Red plunger syringes for neuromuscular blocking drugs The recent publication of the 5th National Audit Project (NAP5) into accidental awareness during general anaesthesia (AAGA) once again highlights the potential for drug administration errors to cause patients harm [1–3], noting 17 cases of ‘drug errors and awake paralysis’ (1 in 8 cases of AAGA), of which 11 were as a result of syringe swaps. There are four recommendations at the end of Chapter 13 . The ﬁrst two recommendations focus on ampoule design in order to reduce the chance of drawing up the wrong drug, which only accounted for ﬁve of the 17 drug errors. The fourth recommendation relates to how to deal with an error. Recommendation 13.3 is the only one that addresses the major issue of syringe swaps and limits itself to saying that anaesthetists should take care when drawing up drugs. The authors have missed an opportunity to make two practical recommendations that are already in the literature. Firstly, the Australian and New Zealand College of Anaesthetists (ANZCA) endorse the use of standardised, colour-coded, user-applied labels in its PS51 Guidelines for the Safe Administration of Injectable Drugs in Anaesthesia , as do the Royal College of Anaesthetists (RCoA) and Association of Anaesthetists of Great Britain and Ireland (AAGBI). The original 1996 ‘Australian Standard’ as quoted in the guidelines has now been adopted as Interna-
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tional Standard ISO 26825:2008(E) . Secondly, the use of redplunger syringes for neuromuscular blocking drugs was ﬁrst suggested in Australia in 1994 and their use is now widespread in Australia and New Zealand . The NAP5 authors note that there were no drug errors with propofol and this is thought to relate to its white colour’s being instantly recognisable. A syringe with a red plunger, if used solely for neuromuscular blocking drugs, has the potential for anaesthetists to associate a block of red colour with this group of drugs. Whilst standard drug labelling has been endorsed by the RCoA and AAGBI, they have failed to endorse red-plunger syringes for neuromuscular blocking drugs, even though it is nearly a decade since a letter in Anaesthesia called for manufacturers to consider red plungers on pre-ﬁlled suxamethonium syringes . Has the time come for international anaesthetic colleges and associations to endorse the use of red-plunger syringes for neuromuscular blocking drugs? D. Rowe Armidale Rural Referral Hospital Armidale, Australia Email: [email protected]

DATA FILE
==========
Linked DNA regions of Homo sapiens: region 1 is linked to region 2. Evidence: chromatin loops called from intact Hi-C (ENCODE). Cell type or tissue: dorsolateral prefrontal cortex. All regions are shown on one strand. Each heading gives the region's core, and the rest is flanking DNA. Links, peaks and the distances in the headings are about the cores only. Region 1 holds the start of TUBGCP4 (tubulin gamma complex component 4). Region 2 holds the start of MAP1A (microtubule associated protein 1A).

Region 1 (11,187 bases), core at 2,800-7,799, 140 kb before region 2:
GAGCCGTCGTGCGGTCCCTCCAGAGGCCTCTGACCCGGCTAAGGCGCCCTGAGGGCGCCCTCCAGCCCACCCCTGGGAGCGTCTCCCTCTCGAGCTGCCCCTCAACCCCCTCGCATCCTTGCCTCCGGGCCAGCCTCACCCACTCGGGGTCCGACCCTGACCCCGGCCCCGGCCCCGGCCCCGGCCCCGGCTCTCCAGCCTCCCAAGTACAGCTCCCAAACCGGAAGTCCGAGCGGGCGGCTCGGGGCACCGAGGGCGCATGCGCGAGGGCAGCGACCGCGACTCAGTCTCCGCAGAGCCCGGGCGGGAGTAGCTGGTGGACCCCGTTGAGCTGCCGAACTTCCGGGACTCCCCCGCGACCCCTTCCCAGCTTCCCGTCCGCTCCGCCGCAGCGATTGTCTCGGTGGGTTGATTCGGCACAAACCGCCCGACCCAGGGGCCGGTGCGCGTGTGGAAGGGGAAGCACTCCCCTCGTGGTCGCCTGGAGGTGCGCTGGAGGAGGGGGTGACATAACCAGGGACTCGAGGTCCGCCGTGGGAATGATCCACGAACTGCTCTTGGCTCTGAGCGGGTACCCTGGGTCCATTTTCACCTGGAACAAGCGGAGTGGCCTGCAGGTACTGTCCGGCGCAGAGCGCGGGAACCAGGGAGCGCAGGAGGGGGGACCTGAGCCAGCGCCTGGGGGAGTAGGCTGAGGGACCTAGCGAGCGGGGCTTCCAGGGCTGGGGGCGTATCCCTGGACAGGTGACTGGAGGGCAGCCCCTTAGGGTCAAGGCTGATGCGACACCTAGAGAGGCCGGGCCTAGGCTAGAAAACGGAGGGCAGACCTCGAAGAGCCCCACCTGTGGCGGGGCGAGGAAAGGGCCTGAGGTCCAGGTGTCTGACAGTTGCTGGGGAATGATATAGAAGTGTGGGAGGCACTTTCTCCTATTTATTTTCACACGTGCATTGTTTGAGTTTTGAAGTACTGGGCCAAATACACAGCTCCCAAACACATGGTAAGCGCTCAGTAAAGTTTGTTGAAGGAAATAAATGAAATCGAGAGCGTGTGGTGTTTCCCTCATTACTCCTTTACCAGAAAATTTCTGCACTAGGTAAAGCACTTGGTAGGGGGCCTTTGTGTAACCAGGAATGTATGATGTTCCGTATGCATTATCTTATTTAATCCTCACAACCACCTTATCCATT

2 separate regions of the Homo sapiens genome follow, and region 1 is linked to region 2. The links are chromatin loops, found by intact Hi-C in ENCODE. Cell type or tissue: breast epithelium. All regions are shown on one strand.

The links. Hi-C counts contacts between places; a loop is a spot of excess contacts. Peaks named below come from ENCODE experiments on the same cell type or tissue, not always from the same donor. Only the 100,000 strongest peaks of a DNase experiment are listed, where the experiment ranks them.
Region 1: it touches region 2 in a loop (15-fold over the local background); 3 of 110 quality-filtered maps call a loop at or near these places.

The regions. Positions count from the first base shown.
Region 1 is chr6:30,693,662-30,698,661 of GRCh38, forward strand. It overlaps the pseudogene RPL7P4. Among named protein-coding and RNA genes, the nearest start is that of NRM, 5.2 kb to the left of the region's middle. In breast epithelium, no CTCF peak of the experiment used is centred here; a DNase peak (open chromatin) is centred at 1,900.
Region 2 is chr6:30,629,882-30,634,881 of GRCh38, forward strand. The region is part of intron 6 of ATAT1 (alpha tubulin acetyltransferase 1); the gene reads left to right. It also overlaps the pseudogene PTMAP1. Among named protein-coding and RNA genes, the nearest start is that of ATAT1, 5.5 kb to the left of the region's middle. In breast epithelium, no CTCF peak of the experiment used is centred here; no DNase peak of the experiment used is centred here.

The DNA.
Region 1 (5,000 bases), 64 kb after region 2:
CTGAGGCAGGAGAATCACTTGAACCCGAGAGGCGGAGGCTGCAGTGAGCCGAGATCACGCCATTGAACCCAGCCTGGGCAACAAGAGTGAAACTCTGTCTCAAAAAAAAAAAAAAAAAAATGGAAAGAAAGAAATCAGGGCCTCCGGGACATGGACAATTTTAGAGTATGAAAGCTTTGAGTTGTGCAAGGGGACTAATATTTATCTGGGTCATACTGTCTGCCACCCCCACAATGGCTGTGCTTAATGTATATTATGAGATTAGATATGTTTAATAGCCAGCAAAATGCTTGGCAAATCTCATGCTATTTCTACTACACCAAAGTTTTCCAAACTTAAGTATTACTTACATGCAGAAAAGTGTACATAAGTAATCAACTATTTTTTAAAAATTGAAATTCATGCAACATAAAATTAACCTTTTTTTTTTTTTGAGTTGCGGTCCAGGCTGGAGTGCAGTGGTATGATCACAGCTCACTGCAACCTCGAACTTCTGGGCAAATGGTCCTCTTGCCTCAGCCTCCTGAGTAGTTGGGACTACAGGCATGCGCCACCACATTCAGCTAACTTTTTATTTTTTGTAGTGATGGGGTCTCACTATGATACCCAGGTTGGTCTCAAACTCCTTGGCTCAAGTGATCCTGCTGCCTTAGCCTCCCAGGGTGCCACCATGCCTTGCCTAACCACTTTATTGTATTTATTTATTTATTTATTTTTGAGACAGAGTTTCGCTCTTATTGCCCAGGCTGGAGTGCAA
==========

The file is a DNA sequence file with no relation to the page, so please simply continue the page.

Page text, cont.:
No external funding and no competing interests declared. Previously posted on the Anaesthesia correspondence website: www.anaesthesia correspondence.com.
References 1. Pandit JJ, Andrade J, Bogod D, et al. The 5th National Audit Project (NAP5) on
© 2014 The Association of Anaesthetists of Great Britain and Ireland
accidental awareness during general anaesthesia: summary of main findings and risk factors. Anaesthesia 2014; 69: 1089–101. Cook TM, Andrade J, Bogod , et al. The 5th National Audit Project (NAP5) on accidental awareness during general anaesthesia: patient experiences, human factors, sedation, consent and medicolegal issues. Anaesthesia 2014; 69: 1102–16. Pandit JJ, Cook TM, the NAP5 Steering Panel. NAP5. Accidental Awareness During General Anaesthesia. London: The Royal College of Anaesthetists and Association of Anaesthetists of Great Britain and Ireland, 2014. Australian and New Zealand College of Anaesthetists. PS51 Guidelines for the safe administration of injectable drugs in anaesthesia. http://www.anzca.edu. au/resources/professional-documents/ pdfs/ps51-2009-guidelines-for-the-safeadministration-of-injectable-drugs-inanaesthesia.pdf (accessed 03/10/2014). International Organization for Standardization. Anaesthetic and respiratory equipment – User-applied labels for syringes containing drugs used during anaesthesia – Colours, design and performance. ISO 26825:2008(E). Geneva: ISO, 2008. Russell WJ. Getting into the red: a strategic step for safety. Quality and Safety in Health Care 2002; 11: 107. Sagadai S, Umakanth P. Colour coding prefilled syringes. Anaesthesia 2005; 60: 628. doi:10.1111/anae.12941
NAP5, rapid sequence induction and checklists We read with interest the NAP5 summary of main ﬁndings and risk factors for accidental awareness during general anaesthesia (AAGA) . We would like to comment on the implications of NAP5 in two areas of current clinical practice, namely rapid sequence induction with cricoid pressure (RSI) and the World Health Organization (WHO) checklist. 107